Patient-Controlled Analgesia – PCA
Faster and less stressful recovery from surgery
Patient-controlled analgesia (PCA) is a pain management therapy commonly used in hospitals. PCA pumps are often used after surgery because they provide a more consistent method of pain control than periodic injections of pain medication. Similar to an intravenous (IV) pump, a PCA pump allows patients to self-administer small doses of narcotics directly into the vein with a simple push of a button. A PCA pump lets patients have some control in management of their pain, within limitations as prescribed by their physician.
How does a PCA pump work?
Following surgery, patients are usually connected to a PCA pump (picture below) while still in the Recovery Room. Although the PCA pump is separate from the IV pump, the tubing from it is connected to the main IV. When the button on the patient handset is pressed, the PCA pump releases the medication into the IV line.
What are the advantages of using a PCA pump?
The best way to control pain and reduce physiological stress is to maintain a consistent blood level of the prescribed analgesic. In other words, you want to avoid hills and valleys in circulating blood levels of the drug. This can be accomplished by taking pain medication at regular intervals and before the pain becomes severe. Waiting until the pain is severe causes physiological distress, which can slow down the healing process and lower the ability of the medication to alleviate the pain. Patients using PCA are encouraged to medicate themselves when they start to feel uncomfortable and prior to activities such as dressing changes or physical therapy.
Another bonus to using PCA is that it can reduce—or entirely eliminate—the need for intramuscular injections. Patients receive analgesia when they need it. Because the medication enters directly into the bloodstream, pain relief is generally obtained faster than it would be with an injection.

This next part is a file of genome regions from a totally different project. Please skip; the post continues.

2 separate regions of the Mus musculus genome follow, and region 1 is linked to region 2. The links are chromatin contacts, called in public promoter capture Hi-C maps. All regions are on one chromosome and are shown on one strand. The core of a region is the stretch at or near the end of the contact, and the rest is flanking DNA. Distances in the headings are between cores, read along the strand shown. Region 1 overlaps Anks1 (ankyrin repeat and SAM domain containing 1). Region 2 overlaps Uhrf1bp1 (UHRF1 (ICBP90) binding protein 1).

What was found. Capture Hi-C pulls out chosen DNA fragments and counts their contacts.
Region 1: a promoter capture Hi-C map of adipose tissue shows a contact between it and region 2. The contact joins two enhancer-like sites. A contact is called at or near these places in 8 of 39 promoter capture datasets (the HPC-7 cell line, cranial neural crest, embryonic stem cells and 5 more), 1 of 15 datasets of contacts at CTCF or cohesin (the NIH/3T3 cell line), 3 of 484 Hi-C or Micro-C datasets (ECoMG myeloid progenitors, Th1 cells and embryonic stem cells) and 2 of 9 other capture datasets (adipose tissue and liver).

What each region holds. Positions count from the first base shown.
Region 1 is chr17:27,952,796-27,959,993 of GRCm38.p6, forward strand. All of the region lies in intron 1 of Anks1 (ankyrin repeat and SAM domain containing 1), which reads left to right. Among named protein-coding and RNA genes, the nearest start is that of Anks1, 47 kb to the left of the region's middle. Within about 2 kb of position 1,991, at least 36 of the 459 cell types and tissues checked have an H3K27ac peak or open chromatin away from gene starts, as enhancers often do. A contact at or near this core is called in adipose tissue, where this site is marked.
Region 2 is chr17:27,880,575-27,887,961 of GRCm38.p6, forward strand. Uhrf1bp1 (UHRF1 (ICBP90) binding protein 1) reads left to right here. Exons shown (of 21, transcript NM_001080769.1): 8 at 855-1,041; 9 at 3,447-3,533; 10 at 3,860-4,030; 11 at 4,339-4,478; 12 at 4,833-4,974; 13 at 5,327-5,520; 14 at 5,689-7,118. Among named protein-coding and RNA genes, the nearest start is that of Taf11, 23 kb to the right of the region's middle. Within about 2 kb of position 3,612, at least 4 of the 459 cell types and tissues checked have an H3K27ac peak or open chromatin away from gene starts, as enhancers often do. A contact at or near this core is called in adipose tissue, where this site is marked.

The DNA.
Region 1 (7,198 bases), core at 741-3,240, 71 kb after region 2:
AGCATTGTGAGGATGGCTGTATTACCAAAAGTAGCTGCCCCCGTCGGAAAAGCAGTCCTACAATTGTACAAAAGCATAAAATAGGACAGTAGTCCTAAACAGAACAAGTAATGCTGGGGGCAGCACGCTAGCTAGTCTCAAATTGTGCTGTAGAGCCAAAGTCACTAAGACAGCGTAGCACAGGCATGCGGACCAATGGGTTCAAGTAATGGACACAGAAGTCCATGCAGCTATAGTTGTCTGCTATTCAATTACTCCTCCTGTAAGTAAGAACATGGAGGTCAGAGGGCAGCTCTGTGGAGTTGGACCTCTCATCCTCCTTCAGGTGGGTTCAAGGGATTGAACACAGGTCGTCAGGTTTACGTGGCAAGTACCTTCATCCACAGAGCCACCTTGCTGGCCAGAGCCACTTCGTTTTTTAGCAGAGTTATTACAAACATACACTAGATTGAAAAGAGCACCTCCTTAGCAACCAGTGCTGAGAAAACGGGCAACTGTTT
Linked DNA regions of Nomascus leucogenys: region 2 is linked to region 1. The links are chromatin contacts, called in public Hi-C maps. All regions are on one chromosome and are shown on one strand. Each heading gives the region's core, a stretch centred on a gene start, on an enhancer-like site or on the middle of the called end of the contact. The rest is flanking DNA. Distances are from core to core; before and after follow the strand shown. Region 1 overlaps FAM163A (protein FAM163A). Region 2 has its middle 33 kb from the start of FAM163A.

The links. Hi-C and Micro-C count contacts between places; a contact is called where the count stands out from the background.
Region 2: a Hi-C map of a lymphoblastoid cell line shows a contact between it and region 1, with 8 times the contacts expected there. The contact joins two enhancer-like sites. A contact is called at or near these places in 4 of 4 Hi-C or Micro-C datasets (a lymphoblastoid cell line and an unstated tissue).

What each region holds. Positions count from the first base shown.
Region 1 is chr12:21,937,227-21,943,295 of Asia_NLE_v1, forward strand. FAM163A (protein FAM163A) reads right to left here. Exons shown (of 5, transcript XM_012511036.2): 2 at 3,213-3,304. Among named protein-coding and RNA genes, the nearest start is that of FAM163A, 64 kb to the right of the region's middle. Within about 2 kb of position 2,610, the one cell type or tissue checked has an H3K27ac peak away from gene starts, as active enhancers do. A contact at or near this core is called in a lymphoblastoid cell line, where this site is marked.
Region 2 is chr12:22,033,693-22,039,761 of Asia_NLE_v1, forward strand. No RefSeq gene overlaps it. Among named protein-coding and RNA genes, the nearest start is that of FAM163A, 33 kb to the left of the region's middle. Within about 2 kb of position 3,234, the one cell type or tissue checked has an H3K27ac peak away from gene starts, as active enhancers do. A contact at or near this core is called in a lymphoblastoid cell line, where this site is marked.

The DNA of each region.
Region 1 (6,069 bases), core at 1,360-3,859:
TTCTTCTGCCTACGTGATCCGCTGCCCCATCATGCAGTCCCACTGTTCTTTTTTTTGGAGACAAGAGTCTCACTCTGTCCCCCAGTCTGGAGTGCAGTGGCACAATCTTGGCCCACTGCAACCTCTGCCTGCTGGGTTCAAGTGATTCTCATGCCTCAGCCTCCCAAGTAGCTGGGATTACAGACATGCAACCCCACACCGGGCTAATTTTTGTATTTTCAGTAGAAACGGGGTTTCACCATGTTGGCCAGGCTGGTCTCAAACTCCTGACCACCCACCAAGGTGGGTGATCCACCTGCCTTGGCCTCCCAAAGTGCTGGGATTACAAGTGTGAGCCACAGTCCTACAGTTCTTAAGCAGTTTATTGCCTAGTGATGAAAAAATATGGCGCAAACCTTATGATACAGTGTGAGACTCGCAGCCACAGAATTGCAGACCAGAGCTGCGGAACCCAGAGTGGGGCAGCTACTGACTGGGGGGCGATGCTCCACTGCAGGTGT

Perhaps the biggest advantage of PCA is that it allows patients to manage their pain and become active participants in their recovery.
How safe is PCA?
The PCA pump will only release the prescribed amount of medication at programmed intervals. For example, if the pump is set to release one milligram of morphine every hour, that is the amount the pump will release, no matter how many times the button is pressed within that timeframe. PCA pain pumps can be programmed to deliver medication continuously or set to deliver pain medicine only when the patient pushes the button. Morphine and fentanyl are among the most commonly prescribed opioids (narcotics) used for patient-controlled analgesia.
Is there a risk for receiving too much medication?
The pump has a built-in computer that is programmed to administer a safe amount of medication over a specific amount of time. In addition, the pump is locked and can only be opened by the nurse or physician. PCA pumps require a special key to unlock them or change the settings. There are safeguard mechanisms that will sound an alarm if the settings are incorrect or if the pump malfunctions. In the hospital setting, patients using PCA are observed closely for excessive somnolence, changes in mental status and the like. Should the patient appear overly medicated, the dosing regimen can be changed.
Does PCA increase the potential for addiction to narcotics?
No. PCA is a pain management system generally prescribed for short-term use i.e., an average of 10 days. The likelihood of becoming addicted is minimal.
Is PCA just for surgery patients?
While PCA is frequently prescribed for postoperative patients, it is also beneficial for patients suffering from:
- Sickle Cell Crisis
Simply put, any patient who requires opioid analgesia and who has difficulty taking medications by mouth or who is considered inappropriate for frequent injections may be a good candidate for PCA. Patients who are confused, critically ill, lacking manual dexterity or under the age of 5 are not considered good candidates.
PCA promotes a positive perception of recovery
The effectiveness of treatment relies on patient understanding of the principle behind PCA and compliance with prescribed regimen. PCA has been shown to be very useful because it is a treatment that can be customized to individual need. It offers patients an element of control over their pain, reduces anxiety and promotes healing, which in turn, can lead to a shorter hospital stay and faster recovery.